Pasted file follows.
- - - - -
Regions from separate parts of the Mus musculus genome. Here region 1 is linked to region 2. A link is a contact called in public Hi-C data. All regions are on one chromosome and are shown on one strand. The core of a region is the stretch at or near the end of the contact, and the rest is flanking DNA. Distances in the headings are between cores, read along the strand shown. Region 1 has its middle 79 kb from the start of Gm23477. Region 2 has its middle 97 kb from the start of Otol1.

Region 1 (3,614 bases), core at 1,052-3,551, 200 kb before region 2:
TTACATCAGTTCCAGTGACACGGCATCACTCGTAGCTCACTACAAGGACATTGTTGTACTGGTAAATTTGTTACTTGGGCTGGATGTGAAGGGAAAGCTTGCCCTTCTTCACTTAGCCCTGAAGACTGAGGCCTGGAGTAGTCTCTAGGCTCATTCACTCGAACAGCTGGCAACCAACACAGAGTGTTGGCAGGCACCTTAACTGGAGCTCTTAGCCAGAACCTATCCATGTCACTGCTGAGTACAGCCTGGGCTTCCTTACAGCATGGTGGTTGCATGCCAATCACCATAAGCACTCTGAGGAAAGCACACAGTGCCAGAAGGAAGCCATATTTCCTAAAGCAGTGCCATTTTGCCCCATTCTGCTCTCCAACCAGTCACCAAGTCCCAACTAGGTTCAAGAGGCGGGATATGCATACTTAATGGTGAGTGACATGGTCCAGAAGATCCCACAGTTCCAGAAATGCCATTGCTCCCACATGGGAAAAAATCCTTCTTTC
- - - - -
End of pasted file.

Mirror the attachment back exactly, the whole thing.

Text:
Regions from separate parts of the Mus musculus genome. Here region 1 is linked to region 2. A link is a contact called in public Hi-C data. All regions are on one chromosome and are shown on one strand. The core of a region is the stretch at or near the end of the contact, and the rest is flanking DNA. Distances in the headings are between cores, read along the strand shown. Region 1 has its middle 79 kb from the start of Gm23477. Region 2 has its middle 97 kb from the start of Otol1.

Region 1 (3,614 bases), core at 1,052-3,551, 200 kb before region 2:
TTACATCAGTTCCAGTGACACGGCATCACTCGTAGCTCACTACAAGGACATTGTTGTACTGGTAAATTTGTTACTTGGGCTGGATGTGAAGGGAAAGCTTGCCCTTCTTCACTTAGCCCTGAAGACTGAGGCCTGGAGTAGTCTCTAGGCTCATTCACTCGAACAGCTGGCAACCAACACAGAGTGTTGGCAGGCACCTTAACTGGAGCTCTTAGCCAGAACCTATCCATGTCACTGCTGAGTACAGCCTGGGCTTCCTTACAGCATGGTGGTTGCATGCCAATCACCATAAGCACTCTGAGGAAAGCACACAGTGCCAGAAGGAAGCCATATTTCCTAAAGCAGTGCCATTTTGCCCCATTCTGCTCTCCAACCAGTCACCAAGTCCCAACTAGGTTCAAGAGGCGGGATATGCATACTTAATGGTGAGTGACATGGTCCAGAAGATCCCACAGTTCCAGAAATGCCATTGCTCCCACATGGGAAAAAATCCTTCTTTC